Shugakuin Imperial Villa (修学院離宮)
An Imperial villa built in the mid-17th century by Emperor Go-Mizunoo. Located at the foot of Mt. Hiei, three gardens, deemed the lower, middle, and upper tea houses, are distributed around the spacious grounds and connected by pine-line walks. The lower tea house garden is entered via the front main gate and has a tea house called the Jugetsukan built in the sukiya-zukuri (tea arbor) style. The adjoining middle tea house garden has a simple tea house built in the irimoya-zukuri (gabled, hipped roof) style, but its magnificently decorated reception hall is truly a sight to behold, as well as the decorative tea alcove shelving called “Kasumi-dana (shelf of mist),” The shelf is considered one of the three most treasured shelves in Japan. The large upper tea house garden is dotted with tea houses surrounding a central pond. The view from the Rin-un-tei tea house built on the mountainside is particularly spectacular.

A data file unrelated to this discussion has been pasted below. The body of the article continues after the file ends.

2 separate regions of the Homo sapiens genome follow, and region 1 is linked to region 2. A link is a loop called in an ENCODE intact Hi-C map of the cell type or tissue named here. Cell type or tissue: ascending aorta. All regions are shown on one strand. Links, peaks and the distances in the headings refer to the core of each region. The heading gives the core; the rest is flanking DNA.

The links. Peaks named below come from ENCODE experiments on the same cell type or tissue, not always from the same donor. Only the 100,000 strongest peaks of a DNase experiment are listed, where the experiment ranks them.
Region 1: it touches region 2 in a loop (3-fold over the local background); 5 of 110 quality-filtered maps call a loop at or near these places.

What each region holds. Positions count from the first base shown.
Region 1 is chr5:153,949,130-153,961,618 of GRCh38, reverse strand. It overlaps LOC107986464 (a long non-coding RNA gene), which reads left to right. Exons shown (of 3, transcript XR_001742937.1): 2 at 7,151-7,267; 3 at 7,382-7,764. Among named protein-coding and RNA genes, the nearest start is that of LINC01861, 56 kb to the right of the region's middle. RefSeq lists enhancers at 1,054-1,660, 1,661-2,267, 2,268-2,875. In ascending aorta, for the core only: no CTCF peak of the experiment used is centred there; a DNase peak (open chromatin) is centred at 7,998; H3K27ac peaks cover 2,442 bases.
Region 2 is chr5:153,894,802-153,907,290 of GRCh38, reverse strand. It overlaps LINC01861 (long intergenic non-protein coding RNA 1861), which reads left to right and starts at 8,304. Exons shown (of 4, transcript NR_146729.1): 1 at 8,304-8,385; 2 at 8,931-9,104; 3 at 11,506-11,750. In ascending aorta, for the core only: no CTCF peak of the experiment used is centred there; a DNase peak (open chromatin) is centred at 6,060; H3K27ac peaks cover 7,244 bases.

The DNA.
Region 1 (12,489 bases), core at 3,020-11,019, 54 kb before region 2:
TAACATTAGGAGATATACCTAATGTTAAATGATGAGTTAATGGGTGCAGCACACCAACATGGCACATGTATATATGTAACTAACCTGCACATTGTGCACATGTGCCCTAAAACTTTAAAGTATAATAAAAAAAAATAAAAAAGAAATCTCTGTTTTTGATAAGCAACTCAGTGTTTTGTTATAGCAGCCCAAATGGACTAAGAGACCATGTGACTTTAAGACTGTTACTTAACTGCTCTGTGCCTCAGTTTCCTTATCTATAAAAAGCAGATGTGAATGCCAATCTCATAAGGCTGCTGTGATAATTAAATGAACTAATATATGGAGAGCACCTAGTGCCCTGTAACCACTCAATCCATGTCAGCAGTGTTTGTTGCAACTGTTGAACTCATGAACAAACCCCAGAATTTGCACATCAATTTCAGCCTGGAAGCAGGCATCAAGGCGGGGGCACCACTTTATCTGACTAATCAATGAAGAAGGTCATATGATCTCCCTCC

Kyoto Kyoutoshi Sakyou-ku Shugakuin Kabayashi (Kurama / Kibune / OharaArea)
[Visit Hours] 9:00, 10:00, 11:00, 13:30, 15:00
- Kyoto Kyoutoshi Sakyou-ku Shugakuin Kabayashi [map]
- [Visit Hours] 9:00, 10:00, 11:00, 13:30, 15:00
- Monday (The next day for Public holidays), 12/28-1/4
* Application system, this Sunday application is possible
* For details, please refer to the Imperial Household Agency homepage.
- Parking Lot
- Not available
- [Imperial Household Agency Kyoto Office Visitor] 075-211-1215
Information Sources: NAVITIME JAPAN
- On foot aboutminutes
- about m
- Route from this Station Route from this Bus Stop Route from this IC Route from this Parking
Nearby Tourist Attractions
Its wooden tea houses, shuffling geisha, and spiritual sights have seen Kyoto hailed as the heart of traditional Japan, a world apart from ultramodern Tokyo. Despite being the Japanese capital for over a century, Kyoto escaped destruction during World War II, leaving behind a fascinating history which can be felt at every turn, from the fully gold-plated Kinkakuji Temple down to traditional customs such as geisha performances and tea ceremonies, which are still practiced to this day.